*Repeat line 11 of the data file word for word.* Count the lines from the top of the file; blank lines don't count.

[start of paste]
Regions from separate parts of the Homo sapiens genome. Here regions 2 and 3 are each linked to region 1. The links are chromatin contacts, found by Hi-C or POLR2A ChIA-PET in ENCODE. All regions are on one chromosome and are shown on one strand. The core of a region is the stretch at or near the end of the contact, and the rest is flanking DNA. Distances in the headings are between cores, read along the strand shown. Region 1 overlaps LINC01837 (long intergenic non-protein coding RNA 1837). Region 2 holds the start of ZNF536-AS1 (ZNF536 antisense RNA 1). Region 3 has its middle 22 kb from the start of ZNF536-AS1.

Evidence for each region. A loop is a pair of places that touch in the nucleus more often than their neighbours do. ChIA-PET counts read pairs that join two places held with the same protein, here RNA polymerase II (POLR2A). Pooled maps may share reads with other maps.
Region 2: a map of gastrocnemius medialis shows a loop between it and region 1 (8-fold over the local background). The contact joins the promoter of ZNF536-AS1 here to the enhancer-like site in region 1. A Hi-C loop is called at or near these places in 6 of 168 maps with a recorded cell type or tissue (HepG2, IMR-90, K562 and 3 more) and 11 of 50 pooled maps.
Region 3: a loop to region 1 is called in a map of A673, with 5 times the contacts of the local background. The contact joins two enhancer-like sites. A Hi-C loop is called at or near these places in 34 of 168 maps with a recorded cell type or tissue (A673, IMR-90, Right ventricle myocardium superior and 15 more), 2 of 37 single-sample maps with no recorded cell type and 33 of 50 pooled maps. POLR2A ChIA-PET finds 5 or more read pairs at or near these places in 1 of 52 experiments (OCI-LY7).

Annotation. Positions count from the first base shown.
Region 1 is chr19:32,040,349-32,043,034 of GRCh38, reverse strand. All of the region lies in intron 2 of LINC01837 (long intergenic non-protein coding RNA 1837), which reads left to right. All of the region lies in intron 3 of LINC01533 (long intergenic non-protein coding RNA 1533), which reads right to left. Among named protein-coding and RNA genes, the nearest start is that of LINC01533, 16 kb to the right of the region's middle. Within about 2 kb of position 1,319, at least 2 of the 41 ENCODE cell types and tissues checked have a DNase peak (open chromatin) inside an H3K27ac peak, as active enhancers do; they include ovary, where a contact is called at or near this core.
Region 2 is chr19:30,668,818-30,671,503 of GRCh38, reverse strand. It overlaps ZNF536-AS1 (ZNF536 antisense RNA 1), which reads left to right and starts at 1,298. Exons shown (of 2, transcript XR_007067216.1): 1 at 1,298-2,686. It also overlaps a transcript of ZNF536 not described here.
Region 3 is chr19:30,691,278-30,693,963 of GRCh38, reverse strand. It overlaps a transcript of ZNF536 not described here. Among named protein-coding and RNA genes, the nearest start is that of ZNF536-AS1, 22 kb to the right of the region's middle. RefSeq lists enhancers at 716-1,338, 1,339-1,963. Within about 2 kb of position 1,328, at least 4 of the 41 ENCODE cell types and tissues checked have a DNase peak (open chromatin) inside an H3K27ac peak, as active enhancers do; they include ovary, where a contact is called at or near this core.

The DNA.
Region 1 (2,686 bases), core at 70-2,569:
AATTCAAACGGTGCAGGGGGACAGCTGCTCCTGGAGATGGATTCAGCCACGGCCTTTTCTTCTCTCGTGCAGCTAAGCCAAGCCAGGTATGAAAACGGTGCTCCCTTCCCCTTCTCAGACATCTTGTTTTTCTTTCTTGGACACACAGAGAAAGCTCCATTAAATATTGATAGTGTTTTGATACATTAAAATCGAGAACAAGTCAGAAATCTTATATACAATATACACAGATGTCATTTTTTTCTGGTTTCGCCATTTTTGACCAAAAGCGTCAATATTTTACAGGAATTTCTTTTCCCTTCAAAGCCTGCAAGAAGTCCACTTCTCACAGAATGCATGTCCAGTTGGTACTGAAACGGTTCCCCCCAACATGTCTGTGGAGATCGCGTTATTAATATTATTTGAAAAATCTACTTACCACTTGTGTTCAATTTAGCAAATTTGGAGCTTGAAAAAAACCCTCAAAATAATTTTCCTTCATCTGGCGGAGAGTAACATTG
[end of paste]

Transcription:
AATTCAAACGGTGCAGGGGGACAGCTGCTCCTGGAGATGGATTCAGCCACGGCCTTTTCTTCTCTCGTGCAGCTAAGCCAAGCCAGGTATGAAAACGGTGCTCCCTTCCCCTTCTCAGACATCTTGTTTTTCTTTCTTGGACACACAGAGAAAGCTCCATTAAATATTGATAGTGTTTTGATACATTAAAATCGAGAACAAGTCAGAAATCTTATATACAATATACACAGATGTCATTTTTTTCTGGTTTCGCCATTTTTGACCAAAAGCGTCAATATTTTACAGGAATTTCTTTTCCCTTCAAAGCCTGCAAGAAGTCCACTTCTCACAGAATGCATGTCCAGTTGGTACTGAAACGGTTCCCCCCAACATGTCTGTGGAGATCGCGTTATTAATATTATTTGAAAAATCTACTTACCACTTGTGTTCAATTTAGCAAATTTGGAGCTTGAAAAAAACCCTCAAAATAATTTTCCTTCATCTGGCGGAGAGTAACATTG